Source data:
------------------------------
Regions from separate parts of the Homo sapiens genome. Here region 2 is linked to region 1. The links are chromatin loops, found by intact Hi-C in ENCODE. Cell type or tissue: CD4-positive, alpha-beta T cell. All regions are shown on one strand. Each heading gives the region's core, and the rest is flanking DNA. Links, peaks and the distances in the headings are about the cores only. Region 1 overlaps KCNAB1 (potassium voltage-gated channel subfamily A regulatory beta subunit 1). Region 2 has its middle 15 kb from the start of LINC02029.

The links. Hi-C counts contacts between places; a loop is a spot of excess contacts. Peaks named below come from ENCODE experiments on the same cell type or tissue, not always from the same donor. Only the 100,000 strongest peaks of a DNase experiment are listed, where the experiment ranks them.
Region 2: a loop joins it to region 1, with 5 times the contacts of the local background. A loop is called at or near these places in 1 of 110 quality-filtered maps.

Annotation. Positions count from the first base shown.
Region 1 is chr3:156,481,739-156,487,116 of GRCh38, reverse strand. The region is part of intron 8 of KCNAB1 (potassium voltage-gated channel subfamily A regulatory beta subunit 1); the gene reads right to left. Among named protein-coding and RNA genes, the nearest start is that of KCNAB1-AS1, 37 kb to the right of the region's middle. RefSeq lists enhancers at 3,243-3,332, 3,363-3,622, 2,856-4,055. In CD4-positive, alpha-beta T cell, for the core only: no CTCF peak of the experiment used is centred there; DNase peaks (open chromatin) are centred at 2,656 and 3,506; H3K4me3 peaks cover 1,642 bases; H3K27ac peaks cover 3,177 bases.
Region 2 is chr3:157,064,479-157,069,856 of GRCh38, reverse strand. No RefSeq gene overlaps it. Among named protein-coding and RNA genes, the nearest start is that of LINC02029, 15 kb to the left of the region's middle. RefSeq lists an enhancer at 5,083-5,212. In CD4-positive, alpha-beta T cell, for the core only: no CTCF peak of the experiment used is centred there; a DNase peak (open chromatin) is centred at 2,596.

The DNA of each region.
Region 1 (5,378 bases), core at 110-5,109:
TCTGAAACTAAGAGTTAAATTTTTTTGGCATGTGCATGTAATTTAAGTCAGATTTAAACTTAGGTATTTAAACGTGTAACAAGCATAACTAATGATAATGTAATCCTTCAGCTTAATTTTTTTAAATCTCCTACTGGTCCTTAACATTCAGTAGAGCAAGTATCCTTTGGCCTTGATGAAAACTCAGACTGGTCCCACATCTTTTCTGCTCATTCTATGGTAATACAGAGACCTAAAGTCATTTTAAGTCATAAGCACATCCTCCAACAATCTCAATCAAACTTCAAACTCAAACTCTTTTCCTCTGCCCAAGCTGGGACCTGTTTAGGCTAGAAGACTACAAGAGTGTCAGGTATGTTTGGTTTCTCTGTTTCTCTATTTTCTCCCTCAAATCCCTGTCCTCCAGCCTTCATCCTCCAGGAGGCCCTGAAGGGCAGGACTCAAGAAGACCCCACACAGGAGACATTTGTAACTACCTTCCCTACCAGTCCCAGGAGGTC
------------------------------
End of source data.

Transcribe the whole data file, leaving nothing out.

Regions from separate parts of the Homo sapiens genome. Here region 2 is linked to region 1. The links are chromatin loops, found by intact Hi-C in ENCODE. Cell type or tissue: CD4-positive, alpha-beta T cell. All regions are shown on one strand. Each heading gives the region's core, and the rest is flanking DNA. Links, peaks and the distances in the headings are about the cores only. Region 1 overlaps KCNAB1 (potassium voltage-gated channel subfamily A regulatory beta subunit 1). Region 2 has its middle 15 kb from the start of LINC02029.

The links. Hi-C counts contacts between places; a loop is a spot of excess contacts. Peaks named below come from ENCODE experiments on the same cell type or tissue, not always from the same donor. Only the 100,000 strongest peaks of a DNase experiment are listed, where the experiment ranks them.
Region 2: a loop joins it to region 1, with 5 times the contacts of the local background. A loop is called at or near these places in 1 of 110 quality-filtered maps.

Annotation. Positions count from the first base shown.
Region 1 is chr3:156,481,739-156,487,116 of GRCh38, reverse strand. The region is part of intron 8 of KCNAB1 (potassium voltage-gated channel subfamily A regulatory beta subunit 1); the gene reads right to left. Among named protein-coding and RNA genes, the nearest start is that of KCNAB1-AS1, 37 kb to the right of the region's middle. RefSeq lists enhancers at 3,243-3,332, 3,363-3,622, 2,856-4,055. In CD4-positive, alpha-beta T cell, for the core only: no CTCF peak of the experiment used is centred there; DNase peaks (open chromatin) are centred at 2,656 and 3,506; H3K4me3 peaks cover 1,642 bases; H3K27ac peaks cover 3,177 bases.
Region 2 is chr3:157,064,479-157,069,856 of GRCh38, reverse strand. No RefSeq gene overlaps it. Among named protein-coding and RNA genes, the nearest start is that of LINC02029, 15 kb to the left of the region's middle. RefSeq lists an enhancer at 5,083-5,212. In CD4-positive, alpha-beta T cell, for the core only: no CTCF peak of the experiment used is centred there; a DNase peak (open chromatin) is centred at 2,596.

The DNA of each region.
Region 1 (5,378 bases), core at 110-5,109:
TCTGAAACTAAGAGTTAAATTTTTTTGGCATGTGCATGTAATTTAAGTCAGATTTAAACTTAGGTATTTAAACGTGTAACAAGCATAACTAATGATAATGTAATCCTTCAGCTTAATTTTTTTAAATCTCCTACTGGTCCTTAACATTCAGTAGAGCAAGTATCCTTTGGCCTTGATGAAAACTCAGACTGGTCCCACATCTTTTCTGCTCATTCTATGGTAATACAGAGACCTAAAGTCATTTTAAGTCATAAGCACATCCTCCAACAATCTCAATCAAACTTCAAACTCAAACTCTTTTCCTCTGCCCAAGCTGGGACCTGTTTAGGCTAGAAGACTACAAGAGTGTCAGGTATGTTTGGTTTCTCTGTTTCTCTATTTTCTCCCTCAAATCCCTGTCCTCCAGCCTTCATCCTCCAGGAGGCCCTGAAGGGCAGGACTCAAGAAGACCCCACACAGGAGACATTTGTAACTACCTTCCCTACCAGTCCCAGGAGGTC